The back rail had stainless 5 steel brackets that spanned between the burners. Sever had become damaged as can be seen in the left side of the left picture. Worse than that the closeup picture on the right shows the sad sight of the screw holding the back rail. The head is in the air space between the inner and outer walls of the grill carcass.
Once inside I pulled up the exploded view from the Owner’s manual which I have in PDF form and it didn’t give me much of clue. The problem was when I bought the grill this part of the grill was all pre-assembled. You build the rolling base cabinet/cart and dropped this preassemble carcass piece onto the cart. This piece was a beast and weighs close to 200 pounds. I went back to the Sears Parts Direct website to see if I could glean any info by pulling up the individual parts and looking at their pictures. I figured I could see where the connections occurred and where any access points might occur. Only two problems: 1) The exploded diagram didn’t show the fasteners just the parts and 2) The parts for the grill bowl & sides didn’t have photos available. Cooler heads (literally and figuratively) prevailed and I decided to call it a day as opposed to going back out in the heat. When next I headed out to continue my head scratching session, it didn’t seem bad at first. The temps were far lower than the mid-90’s (35 C) I had last time. Only thing I’d missed was that the humidity was in the 90 percent range. My plan was to remove one of the side tables to see if I could easily get one of the stainless steel side panels off to gain access to the back rail screw head. After removing the side table, and removing several remaining screws I was no farther along. Rather than drag this out all afternoon, like the actual project did, let me get to the punch line. I soon had various parts of the grill laid out in the back yard and was no closer to getting access to where I needed. It was looking like I was going to need to remove the entire grill carcass off the cart. At 200 pounds (90 Kg) this wasn’t going to be easy and I really didn’t have a place to work on it easily. My second concern was going too far and not being able to get the genie back in the bottle. For example: What was the condition of the fasteners in the airspace between the stainless steel outer panels and the inner painted metal? The outside of the grill was certainly not watertight and if moisture gets trapped in this area who knows whether I’d be able to removed the screws.
The red heat shield inserts were a bit of a problem. The new burner on the right has just received the heat shield from the old burner on the left. The heat shields were no longer available and the existing ones were quite delicate.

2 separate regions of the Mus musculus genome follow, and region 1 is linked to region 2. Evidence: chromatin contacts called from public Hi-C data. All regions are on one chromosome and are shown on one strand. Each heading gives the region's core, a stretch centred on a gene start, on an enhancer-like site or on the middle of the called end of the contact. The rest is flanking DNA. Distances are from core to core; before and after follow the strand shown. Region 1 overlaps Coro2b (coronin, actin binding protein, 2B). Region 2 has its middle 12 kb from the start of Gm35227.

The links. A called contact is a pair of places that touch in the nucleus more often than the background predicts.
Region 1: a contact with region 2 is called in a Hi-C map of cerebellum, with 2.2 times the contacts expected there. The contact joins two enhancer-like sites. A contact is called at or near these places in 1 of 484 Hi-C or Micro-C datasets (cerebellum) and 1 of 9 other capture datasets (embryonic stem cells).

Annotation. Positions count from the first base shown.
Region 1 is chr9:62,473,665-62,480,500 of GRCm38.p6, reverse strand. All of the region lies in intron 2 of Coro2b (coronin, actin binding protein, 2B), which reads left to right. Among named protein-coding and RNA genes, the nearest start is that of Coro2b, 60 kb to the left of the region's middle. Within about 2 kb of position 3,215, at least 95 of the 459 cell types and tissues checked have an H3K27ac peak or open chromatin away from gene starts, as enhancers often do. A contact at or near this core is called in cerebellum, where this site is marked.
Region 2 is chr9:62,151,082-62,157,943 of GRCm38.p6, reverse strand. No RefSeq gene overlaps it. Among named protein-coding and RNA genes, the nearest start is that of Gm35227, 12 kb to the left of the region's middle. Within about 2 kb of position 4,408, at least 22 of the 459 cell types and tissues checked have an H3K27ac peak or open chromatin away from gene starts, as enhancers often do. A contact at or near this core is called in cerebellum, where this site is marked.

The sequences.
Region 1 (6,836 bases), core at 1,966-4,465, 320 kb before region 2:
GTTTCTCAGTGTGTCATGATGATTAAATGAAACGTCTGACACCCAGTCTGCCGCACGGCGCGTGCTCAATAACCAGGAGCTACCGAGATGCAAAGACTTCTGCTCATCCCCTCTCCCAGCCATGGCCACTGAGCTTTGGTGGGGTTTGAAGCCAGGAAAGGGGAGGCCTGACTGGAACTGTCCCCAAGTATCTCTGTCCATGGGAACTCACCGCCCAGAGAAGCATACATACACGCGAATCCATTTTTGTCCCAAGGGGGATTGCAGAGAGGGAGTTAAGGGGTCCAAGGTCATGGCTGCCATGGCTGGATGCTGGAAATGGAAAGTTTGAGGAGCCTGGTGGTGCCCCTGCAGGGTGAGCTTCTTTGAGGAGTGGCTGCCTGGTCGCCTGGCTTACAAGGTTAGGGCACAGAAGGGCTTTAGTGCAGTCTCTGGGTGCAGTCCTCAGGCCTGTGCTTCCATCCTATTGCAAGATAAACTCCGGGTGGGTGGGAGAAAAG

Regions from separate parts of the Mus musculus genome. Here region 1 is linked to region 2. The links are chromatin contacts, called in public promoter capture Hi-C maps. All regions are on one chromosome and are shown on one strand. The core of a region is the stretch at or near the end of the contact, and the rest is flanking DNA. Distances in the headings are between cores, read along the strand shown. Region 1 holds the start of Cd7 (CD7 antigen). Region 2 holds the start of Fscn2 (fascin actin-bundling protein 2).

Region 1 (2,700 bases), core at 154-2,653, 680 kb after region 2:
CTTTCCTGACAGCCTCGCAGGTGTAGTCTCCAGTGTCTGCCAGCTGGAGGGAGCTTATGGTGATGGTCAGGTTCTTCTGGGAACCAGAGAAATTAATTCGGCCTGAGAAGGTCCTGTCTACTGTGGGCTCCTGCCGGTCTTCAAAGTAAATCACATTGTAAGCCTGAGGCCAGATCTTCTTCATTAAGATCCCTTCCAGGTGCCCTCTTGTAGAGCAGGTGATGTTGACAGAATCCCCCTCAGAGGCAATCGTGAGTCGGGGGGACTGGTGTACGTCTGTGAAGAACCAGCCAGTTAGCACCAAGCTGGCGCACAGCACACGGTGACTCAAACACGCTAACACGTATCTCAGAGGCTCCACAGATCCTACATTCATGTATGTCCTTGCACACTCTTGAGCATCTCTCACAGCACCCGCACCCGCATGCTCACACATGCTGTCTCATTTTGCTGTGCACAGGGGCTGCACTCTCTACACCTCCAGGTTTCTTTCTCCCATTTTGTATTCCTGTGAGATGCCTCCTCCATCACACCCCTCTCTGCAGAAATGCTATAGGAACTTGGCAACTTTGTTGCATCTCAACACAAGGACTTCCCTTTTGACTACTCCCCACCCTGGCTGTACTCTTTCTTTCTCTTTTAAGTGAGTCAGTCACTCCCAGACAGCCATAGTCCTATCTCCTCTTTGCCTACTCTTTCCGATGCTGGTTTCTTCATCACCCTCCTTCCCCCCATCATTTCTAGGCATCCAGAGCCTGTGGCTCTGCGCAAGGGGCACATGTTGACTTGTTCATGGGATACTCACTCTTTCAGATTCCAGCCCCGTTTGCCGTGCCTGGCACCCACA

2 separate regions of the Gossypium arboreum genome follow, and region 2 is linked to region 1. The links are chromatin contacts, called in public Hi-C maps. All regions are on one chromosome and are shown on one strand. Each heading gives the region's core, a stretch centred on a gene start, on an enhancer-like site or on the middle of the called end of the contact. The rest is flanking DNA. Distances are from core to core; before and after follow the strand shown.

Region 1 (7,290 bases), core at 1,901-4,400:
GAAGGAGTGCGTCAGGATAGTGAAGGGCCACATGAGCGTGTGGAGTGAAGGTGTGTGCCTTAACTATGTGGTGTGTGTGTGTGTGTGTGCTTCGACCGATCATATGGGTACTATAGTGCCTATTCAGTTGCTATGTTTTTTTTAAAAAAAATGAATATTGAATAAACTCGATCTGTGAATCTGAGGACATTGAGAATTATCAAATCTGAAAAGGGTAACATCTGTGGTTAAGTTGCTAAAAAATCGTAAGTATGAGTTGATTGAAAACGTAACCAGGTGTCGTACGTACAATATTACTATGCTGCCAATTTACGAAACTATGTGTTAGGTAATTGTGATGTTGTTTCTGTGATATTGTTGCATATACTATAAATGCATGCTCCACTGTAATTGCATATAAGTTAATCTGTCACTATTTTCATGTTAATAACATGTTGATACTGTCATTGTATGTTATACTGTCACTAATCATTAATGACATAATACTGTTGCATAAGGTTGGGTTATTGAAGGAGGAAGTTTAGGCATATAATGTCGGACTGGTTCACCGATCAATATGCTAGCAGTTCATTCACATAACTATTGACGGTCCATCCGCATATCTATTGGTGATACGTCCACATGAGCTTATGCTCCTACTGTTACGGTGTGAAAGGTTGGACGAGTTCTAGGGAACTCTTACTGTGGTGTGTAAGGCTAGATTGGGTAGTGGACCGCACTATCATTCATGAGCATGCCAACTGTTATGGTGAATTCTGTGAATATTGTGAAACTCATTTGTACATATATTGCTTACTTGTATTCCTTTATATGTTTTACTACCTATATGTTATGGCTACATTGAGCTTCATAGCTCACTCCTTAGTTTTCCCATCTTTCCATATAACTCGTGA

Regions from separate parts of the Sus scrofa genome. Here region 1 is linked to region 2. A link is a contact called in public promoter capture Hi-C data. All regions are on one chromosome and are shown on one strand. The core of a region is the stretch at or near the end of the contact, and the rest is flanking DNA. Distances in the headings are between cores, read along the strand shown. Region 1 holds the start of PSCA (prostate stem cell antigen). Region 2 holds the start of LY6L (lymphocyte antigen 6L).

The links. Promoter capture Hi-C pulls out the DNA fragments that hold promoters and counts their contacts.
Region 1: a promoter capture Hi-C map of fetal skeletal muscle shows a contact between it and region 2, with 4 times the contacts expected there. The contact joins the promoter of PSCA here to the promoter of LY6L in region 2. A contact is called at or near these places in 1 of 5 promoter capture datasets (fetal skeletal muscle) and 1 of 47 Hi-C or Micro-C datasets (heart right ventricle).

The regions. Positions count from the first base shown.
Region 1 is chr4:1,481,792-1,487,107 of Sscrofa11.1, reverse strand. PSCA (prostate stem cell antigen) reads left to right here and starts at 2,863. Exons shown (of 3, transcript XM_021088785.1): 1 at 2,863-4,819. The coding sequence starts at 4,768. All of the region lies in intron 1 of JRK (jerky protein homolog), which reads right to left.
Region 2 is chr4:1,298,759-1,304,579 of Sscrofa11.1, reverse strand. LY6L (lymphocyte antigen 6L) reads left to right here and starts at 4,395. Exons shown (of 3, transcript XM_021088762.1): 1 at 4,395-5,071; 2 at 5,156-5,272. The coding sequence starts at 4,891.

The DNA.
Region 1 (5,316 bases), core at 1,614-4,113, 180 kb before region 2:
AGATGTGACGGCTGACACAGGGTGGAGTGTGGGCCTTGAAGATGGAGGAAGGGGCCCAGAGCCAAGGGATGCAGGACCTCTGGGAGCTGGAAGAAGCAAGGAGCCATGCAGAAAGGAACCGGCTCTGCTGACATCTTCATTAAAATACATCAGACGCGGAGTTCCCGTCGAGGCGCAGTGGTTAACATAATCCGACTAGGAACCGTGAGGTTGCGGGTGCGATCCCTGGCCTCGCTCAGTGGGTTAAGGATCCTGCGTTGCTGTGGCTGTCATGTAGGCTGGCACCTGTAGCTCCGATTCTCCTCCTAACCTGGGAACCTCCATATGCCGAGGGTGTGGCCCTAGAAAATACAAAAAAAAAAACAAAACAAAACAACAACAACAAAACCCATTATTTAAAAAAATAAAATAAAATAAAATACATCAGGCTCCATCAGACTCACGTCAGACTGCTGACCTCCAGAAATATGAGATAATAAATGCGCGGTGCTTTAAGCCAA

One of the reasons I’d decided to replace the back burner rail was the condition of some stainless steel angles on top of the main rail. These five inverted L-shaped pieces spanned between the burners and several had small holes in the top piece. I’d also noticed there were 3 similar pieces on the front burner rail. One of them was missing part of it’s top corner. According to the Sears Parts Direct website they were available at the Sear Parts Depot about 10 miles away and another one 25 miles away. I was a bit surprised they’d have this part for a 7 year old grill in stock. But having been burned on a part for my dishwasher where these same outlets showed a part in stock and they didn’t even carry it - ever, I planned to call first. I started calling and the phone rang but nobody picked up. Meanwhile I looked at what was involved in replacing the front stainless steel piece. It wasn’t pretty and looked every bit as hard as the back. Plus there was an ignitor wire that attached to this piece. That is when the possible purpose of the stainless steel pieces became evident. The one in front helped channel some of the gas past the ignitor centered between the three pairs of burners. The back pieces I believe serve to direct the gas to a neighboring burner and contain the first flames when you achieve ignition. The fact that I couldn’t get through on the phone to check on the availability of the final part gave me more time to think. If those parts weren’t part of the cooking process, they were not responsible for the burners starting to have larger flames in certain parts of the burners. When I saw the deteriorated stainless steel pieces on the back rail I wasn’t sure if this was part of the cause. Now I was back to my theory the holes in the burners had enlarged over time. As for the ignition process the grill also came with a 6” (15 cm) long aluminum stick to hold a match for manual lighting. If the ignitors ceased working I could always light the grill manually, just like my parents first gas grill. The main part of the back rail was rusted in places, but was still sound and there was no concern about it holding the burners. If this changed I could possible have Sears do the work assuming I could get the grill back to them. So problem hopefully solved in the short run, it was time to start putting the grill back together.